Finding the Right RV: Pop Up Camper

A pop-up camper set up next to a truck and an awning

Do you want something that offers more protection from the elements and more amenities than you could ever hope to have in a tent but you’re not ready to tow a travel trailer or fifth-wheel RV? A pop up camper may be just what you’re looking for.

Pop up campers are a lot more utilitarian than most other RVs. Unlike other towable, they have an expandable roof and feature soft, tent-like walls. Pop ups have limited features when compared to travel trailers or fifth-wheel RVs. They can sleep up to six people and vary in length from eight to 14 feet.

While a pop up won’t be the right RV for everyone, they make a lot of sense for someone dipping their toe into the RV world or any avid weekend camper. Here’s a closer look at the RV type’s positive and negative aspects.

Positives of Pop Up Campers

a pop up camper parked in a campsite

A pop up’s unique construction means it comes with several alluring positive attributes. These attributes make it an obvious choice for many RVers. This is especially true if you don’t like the idea of a large and complicated camping unit.


One of the biggest positives about pop ups is that they’ve extremely affordable. If you find yourself priced out of the fifth-wheel or travel trailer market, you should be able to find a pop up camper in your budget.

Compact and Easy to Store

Another huge boon for pop ups is their compact size when they’re not deployed. Pop ups are designed to be extremely compact and expand out only when in use. This means they’re very easy to store. In many areas and neighborhoods, you won’t be able to store a large travel trailer, but you can probably store a pop up.

Extremely Versatile

Because pop up trailers are easy to move around and relatively small, you should have no issue finding a space for your camper at a campsite. You also can take your pop up on roads and to locations that you would never dare take a Class A due to its sheer size.

Easy to Tow

If you only have an SUV or car and you want to go RVing then a pop up may be your best option. The lower weight of these units allows them to be towed without much difficulty and by vehicles that would have no chance of towing a larger travel trailer.

Relative Simplicity

If you’re worried about the systems and features on a new fifth-wheel RV, travel trailer or any of the classes of motorhomes, then you might like the simplicity of a pop up. Pop ups can come with a fair number of features but hardly any are as complex as some of the modern larger towable or motorized RVs.

Negatives of Pop Up Campers

pop up camper being towed

While a pop up might sound like a smart choice, the RV type comes with some negative aspects. Those aspects stem from the overall design and construction of the unit. Spending time in a pop up definitely isn’t for everybody.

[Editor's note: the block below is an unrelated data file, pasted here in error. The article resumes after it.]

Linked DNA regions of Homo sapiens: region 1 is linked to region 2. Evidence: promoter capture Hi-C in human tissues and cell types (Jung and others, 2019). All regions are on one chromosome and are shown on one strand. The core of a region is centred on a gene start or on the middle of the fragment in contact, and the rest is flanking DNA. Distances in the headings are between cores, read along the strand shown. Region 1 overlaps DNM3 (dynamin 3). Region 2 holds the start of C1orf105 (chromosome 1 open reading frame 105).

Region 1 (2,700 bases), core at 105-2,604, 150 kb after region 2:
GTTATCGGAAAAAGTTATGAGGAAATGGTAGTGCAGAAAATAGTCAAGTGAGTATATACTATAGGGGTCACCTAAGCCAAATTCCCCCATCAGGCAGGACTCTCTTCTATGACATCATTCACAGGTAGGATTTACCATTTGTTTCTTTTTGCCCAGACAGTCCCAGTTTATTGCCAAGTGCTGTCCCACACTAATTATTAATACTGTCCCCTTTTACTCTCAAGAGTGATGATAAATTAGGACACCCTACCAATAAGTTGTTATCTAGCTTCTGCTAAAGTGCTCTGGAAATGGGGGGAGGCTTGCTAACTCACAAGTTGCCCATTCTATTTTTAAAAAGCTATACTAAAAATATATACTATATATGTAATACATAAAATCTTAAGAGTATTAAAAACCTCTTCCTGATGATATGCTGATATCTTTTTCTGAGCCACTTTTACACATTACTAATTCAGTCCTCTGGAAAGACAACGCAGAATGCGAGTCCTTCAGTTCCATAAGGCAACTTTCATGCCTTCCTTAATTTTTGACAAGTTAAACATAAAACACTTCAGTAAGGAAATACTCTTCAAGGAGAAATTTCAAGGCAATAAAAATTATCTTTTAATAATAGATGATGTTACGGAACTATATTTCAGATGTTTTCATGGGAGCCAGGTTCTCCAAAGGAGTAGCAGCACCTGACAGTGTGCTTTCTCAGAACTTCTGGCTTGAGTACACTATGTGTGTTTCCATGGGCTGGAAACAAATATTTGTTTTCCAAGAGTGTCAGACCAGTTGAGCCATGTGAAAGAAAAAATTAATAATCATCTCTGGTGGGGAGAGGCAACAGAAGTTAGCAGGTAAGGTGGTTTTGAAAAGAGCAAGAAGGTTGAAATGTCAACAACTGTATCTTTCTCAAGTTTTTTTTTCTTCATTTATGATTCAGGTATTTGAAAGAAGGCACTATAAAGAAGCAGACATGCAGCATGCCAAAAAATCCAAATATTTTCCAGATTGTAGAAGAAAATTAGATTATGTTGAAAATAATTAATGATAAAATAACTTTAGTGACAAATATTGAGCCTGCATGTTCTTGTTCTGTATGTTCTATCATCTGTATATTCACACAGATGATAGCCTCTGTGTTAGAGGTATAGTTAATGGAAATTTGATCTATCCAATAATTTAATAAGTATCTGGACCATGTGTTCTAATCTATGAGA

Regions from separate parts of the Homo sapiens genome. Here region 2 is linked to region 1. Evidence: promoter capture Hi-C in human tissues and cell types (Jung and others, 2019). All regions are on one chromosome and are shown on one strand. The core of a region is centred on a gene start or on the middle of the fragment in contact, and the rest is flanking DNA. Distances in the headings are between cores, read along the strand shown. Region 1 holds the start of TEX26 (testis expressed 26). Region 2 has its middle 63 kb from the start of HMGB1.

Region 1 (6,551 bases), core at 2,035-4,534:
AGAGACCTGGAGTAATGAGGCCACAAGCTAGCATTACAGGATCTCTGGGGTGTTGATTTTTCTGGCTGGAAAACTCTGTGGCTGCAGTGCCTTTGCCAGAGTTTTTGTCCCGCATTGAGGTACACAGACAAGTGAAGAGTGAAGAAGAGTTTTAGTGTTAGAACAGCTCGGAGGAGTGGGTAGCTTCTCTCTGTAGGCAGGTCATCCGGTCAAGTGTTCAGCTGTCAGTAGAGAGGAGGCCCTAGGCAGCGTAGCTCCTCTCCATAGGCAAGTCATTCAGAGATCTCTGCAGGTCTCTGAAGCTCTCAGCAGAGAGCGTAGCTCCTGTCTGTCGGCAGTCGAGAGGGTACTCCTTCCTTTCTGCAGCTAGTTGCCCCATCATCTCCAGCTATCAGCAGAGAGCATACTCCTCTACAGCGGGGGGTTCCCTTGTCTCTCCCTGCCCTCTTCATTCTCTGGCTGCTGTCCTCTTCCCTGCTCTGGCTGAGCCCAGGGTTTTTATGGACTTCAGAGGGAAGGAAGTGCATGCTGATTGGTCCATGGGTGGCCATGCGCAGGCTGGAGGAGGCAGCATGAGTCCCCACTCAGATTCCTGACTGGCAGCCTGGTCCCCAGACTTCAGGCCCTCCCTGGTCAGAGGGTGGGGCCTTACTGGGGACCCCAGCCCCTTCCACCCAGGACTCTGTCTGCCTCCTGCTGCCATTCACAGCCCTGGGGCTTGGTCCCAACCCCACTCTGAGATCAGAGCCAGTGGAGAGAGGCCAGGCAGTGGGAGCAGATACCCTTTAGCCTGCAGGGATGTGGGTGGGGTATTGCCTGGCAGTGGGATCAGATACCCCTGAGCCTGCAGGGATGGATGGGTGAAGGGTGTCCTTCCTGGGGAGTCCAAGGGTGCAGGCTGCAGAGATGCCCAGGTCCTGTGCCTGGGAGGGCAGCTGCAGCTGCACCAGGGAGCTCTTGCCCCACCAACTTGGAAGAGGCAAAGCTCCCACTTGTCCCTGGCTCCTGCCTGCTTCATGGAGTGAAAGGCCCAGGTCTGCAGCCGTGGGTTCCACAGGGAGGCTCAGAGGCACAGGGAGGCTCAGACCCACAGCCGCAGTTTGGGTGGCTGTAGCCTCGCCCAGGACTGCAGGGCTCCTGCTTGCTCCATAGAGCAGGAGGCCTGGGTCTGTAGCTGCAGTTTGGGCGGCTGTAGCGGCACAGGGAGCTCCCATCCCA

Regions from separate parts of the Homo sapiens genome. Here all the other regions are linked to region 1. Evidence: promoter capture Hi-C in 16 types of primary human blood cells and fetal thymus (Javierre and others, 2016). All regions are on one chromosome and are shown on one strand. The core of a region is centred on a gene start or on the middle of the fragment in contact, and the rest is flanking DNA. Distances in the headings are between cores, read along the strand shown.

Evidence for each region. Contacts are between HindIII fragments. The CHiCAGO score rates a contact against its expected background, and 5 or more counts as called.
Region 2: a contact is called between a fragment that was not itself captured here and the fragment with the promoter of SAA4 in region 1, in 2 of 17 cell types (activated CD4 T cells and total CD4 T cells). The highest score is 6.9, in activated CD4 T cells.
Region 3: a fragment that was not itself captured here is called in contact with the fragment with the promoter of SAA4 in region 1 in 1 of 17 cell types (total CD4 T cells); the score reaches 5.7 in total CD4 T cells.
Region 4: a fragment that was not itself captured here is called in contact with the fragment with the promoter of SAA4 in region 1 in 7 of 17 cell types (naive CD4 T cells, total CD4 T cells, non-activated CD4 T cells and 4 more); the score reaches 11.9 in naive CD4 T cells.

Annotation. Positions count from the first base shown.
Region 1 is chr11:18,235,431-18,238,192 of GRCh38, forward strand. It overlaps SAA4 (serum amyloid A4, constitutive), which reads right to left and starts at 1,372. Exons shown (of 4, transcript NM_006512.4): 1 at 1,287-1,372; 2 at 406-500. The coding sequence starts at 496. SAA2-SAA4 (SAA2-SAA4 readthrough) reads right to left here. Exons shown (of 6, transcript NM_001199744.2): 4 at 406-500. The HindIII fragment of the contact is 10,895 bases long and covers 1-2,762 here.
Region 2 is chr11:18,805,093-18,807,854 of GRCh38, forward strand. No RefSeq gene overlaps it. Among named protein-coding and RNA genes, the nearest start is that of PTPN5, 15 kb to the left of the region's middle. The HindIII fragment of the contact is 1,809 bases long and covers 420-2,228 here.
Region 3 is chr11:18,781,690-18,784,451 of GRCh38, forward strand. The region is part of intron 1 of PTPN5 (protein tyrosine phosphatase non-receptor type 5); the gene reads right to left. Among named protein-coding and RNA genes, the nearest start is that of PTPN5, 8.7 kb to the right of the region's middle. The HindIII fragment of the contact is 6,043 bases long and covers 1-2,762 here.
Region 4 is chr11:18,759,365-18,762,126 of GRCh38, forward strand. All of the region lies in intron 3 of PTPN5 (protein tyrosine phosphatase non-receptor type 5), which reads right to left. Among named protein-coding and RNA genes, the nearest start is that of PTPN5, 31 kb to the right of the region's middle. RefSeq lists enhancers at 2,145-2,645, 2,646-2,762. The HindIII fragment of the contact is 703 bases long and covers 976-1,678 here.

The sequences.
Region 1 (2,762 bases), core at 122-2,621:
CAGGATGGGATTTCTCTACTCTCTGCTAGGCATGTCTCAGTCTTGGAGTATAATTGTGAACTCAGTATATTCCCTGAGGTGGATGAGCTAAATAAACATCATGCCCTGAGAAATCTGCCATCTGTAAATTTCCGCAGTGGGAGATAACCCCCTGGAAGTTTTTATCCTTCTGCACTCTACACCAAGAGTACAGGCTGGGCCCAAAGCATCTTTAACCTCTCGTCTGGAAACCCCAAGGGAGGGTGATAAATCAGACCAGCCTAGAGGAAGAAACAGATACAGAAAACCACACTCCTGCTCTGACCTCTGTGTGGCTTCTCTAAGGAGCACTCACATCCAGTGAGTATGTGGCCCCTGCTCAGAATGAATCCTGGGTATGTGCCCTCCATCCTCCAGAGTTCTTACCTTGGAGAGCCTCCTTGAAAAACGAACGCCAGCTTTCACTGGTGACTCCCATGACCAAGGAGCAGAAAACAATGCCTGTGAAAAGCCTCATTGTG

No Solid Walls

A pop up comes with soft walls. This limits privacy and makes a pop up more like a tent than any other RV out there. This means you’ll be more susceptible to the weather and lack the privacy that other RVs offer.

Lacking Many Features and Amenities

Most pop ups come with far fewer features and amenities. Most pop ups lack a bathroom, TV, and other electronics and appliances common in larger towable or motorized RVs. If you want to camp with many of the comforts of home, a pop up isn’t for you.

More Laborious Set-Up Process

With many RVs, setting up camp is relatively easy. With a pop up it’s far more involved. Not only will you have to do almost all of the steps you do with a travel trailer, but you’ll also have to pop the top, fold out the beds and set up the rest of the camper.

Not as Comfortable as Other RVs

Pop up campers aren’t uncomfortable, but when compared to a spacious travel trailer or fifth-wheel, they come up short. There’s less space overall and the soft walls mean you’re more at the mercy of the weather, though many pop ups do come with air conditioning.

Limited Customization

With a travel trailer or a fifth-wheel RV, you can really customize the space and make it fit your lifestyle. In a pop up, you have far fewer options for customizability. You can make small changes, but much more of the RV’s layout and features are set in stone.

How do you feel about pop up campers? Leave a comment below.

Finding the right RV - pop up camper


  1. We have a 2014 StarCraft Comet 1021 popup camper and we love it. It has air conditioning, furnace, built in mini fridge, indoor/outdoor stove, sink, water holding tank, queen bunk, full bunk, dinette, adequate storage, interior/exterior stereo speakers, Electric roof lift, Electric brakes and a carry all rack on the front. I have added some amenities, an electric tongue jack, bunk end fans, BAL leveler, Gizmos bunk end covers, interior/exterior LED lights, and solar hot water bags,
    among other things. We can go where the big boys can’t and we do a lot of boondocking in the mountains of Kentucky.

    1. Sounds awesome, Thomas. Thrilled to hear you’re getting the most out of your rig!

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